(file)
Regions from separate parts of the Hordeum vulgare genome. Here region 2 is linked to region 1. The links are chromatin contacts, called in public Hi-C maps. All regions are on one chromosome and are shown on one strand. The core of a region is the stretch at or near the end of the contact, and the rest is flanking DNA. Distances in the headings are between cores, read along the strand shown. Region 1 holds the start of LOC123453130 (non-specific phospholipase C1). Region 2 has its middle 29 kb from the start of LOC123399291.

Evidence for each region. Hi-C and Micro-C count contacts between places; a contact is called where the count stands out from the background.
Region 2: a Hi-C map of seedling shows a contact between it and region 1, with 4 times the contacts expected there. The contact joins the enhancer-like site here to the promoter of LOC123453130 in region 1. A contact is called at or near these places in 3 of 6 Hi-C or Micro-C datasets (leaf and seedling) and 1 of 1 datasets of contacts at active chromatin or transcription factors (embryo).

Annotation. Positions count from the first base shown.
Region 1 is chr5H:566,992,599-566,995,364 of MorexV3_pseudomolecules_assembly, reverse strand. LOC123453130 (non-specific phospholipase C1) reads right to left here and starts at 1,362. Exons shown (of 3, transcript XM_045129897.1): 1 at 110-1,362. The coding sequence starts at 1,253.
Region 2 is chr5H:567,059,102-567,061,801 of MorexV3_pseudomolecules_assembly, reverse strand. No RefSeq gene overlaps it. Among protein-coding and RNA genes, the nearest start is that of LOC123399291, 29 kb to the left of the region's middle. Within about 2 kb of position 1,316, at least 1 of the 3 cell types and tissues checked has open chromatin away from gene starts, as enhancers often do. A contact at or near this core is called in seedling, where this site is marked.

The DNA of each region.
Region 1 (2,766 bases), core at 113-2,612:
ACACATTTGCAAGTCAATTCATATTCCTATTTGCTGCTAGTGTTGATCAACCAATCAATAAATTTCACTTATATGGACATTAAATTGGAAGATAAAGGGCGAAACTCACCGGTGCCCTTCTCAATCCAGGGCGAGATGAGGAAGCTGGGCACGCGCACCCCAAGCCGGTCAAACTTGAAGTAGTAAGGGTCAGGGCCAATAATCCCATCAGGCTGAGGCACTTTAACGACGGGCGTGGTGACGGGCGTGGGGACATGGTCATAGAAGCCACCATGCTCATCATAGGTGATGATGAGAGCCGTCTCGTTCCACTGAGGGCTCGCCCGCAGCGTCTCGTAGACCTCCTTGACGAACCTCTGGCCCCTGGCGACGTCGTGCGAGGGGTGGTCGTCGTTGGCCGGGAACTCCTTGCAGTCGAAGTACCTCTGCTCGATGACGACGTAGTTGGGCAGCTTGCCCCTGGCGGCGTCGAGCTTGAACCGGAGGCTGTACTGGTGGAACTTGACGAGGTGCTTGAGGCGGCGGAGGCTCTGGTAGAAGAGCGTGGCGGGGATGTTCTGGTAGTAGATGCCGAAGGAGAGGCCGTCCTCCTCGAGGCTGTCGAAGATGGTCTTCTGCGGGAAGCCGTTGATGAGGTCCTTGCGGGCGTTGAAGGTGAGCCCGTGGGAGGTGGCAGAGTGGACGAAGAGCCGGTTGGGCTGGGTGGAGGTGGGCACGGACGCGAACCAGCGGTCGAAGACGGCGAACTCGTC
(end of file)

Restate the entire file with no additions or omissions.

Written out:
Regions from separate parts of the Hordeum vulgare genome. Here region 2 is linked to region 1. The links are chromatin contacts, called in public Hi-C maps. All regions are on one chromosome and are shown on one strand. The core of a region is the stretch at or near the end of the contact, and the rest is flanking DNA. Distances in the headings are between cores, read along the strand shown. Region 1 holds the start of LOC123453130 (non-specific phospholipase C1). Region 2 has its middle 29 kb from the start of LOC123399291.

Evidence for each region. Hi-C and Micro-C count contacts between places; a contact is called where the count stands out from the background.
Region 2: a Hi-C map of seedling shows a contact between it and region 1, with 4 times the contacts expected there. The contact joins the enhancer-like site here to the promoter of LOC123453130 in region 1. A contact is called at or near these places in 3 of 6 Hi-C or Micro-C datasets (leaf and seedling) and 1 of 1 datasets of contacts at active chromatin or transcription factors (embryo).

Annotation. Positions count from the first base shown.
Region 1 is chr5H:566,992,599-566,995,364 of MorexV3_pseudomolecules_assembly, reverse strand. LOC123453130 (non-specific phospholipase C1) reads right to left here and starts at 1,362. Exons shown (of 3, transcript XM_045129897.1): 1 at 110-1,362. The coding sequence starts at 1,253.
Region 2 is chr5H:567,059,102-567,061,801 of MorexV3_pseudomolecules_assembly, reverse strand. No RefSeq gene overlaps it. Among protein-coding and RNA genes, the nearest start is that of LOC123399291, 29 kb to the left of the region's middle. Within about 2 kb of position 1,316, at least 1 of the 3 cell types and tissues checked has open chromatin away from gene starts, as enhancers often do. A contact at or near this core is called in seedling, where this site is marked.

The DNA of each region.
Region 1 (2,766 bases), core at 113-2,612:
ACACATTTGCAAGTCAATTCATATTCCTATTTGCTGCTAGTGTTGATCAACCAATCAATAAATTTCACTTATATGGACATTAAATTGGAAGATAAAGGGCGAAACTCACCGGTGCCCTTCTCAATCCAGGGCGAGATGAGGAAGCTGGGCACGCGCACCCCAAGCCGGTCAAACTTGAAGTAGTAAGGGTCAGGGCCAATAATCCCATCAGGCTGAGGCACTTTAACGACGGGCGTGGTGACGGGCGTGGGGACATGGTCATAGAAGCCACCATGCTCATCATAGGTGATGATGAGAGCCGTCTCGTTCCACTGAGGGCTCGCCCGCAGCGTCTCGTAGACCTCCTTGACGAACCTCTGGCCCCTGGCGACGTCGTGCGAGGGGTGGTCGTCGTTGGCCGGGAACTCCTTGCAGTCGAAGTACCTCTGCTCGATGACGACGTAGTTGGGCAGCTTGCCCCTGGCGGCGTCGAGCTTGAACCGGAGGCTGTACTGGTGGAACTTGACGAGGTGCTTGAGGCGGCGGAGGCTCTGGTAGAAGAGCGTGGCGGGGATGTTCTGGTAGTAGATGCCGAAGGAGAGGCCGTCCTCCTCGAGGCTGTCGAAGATGGTCTTCTGCGGGAAGCCGTTGATGAGGTCCTTGCGGGCGTTGAAGGTGAGCCCGTGGGAGGTGGCAGAGTGGACGAAGAGCCGGTTGGGCTGGGTGGAGGTGGGCACGGACGCGAACCAGCGGTCGAAGACGGCGAACTCGTC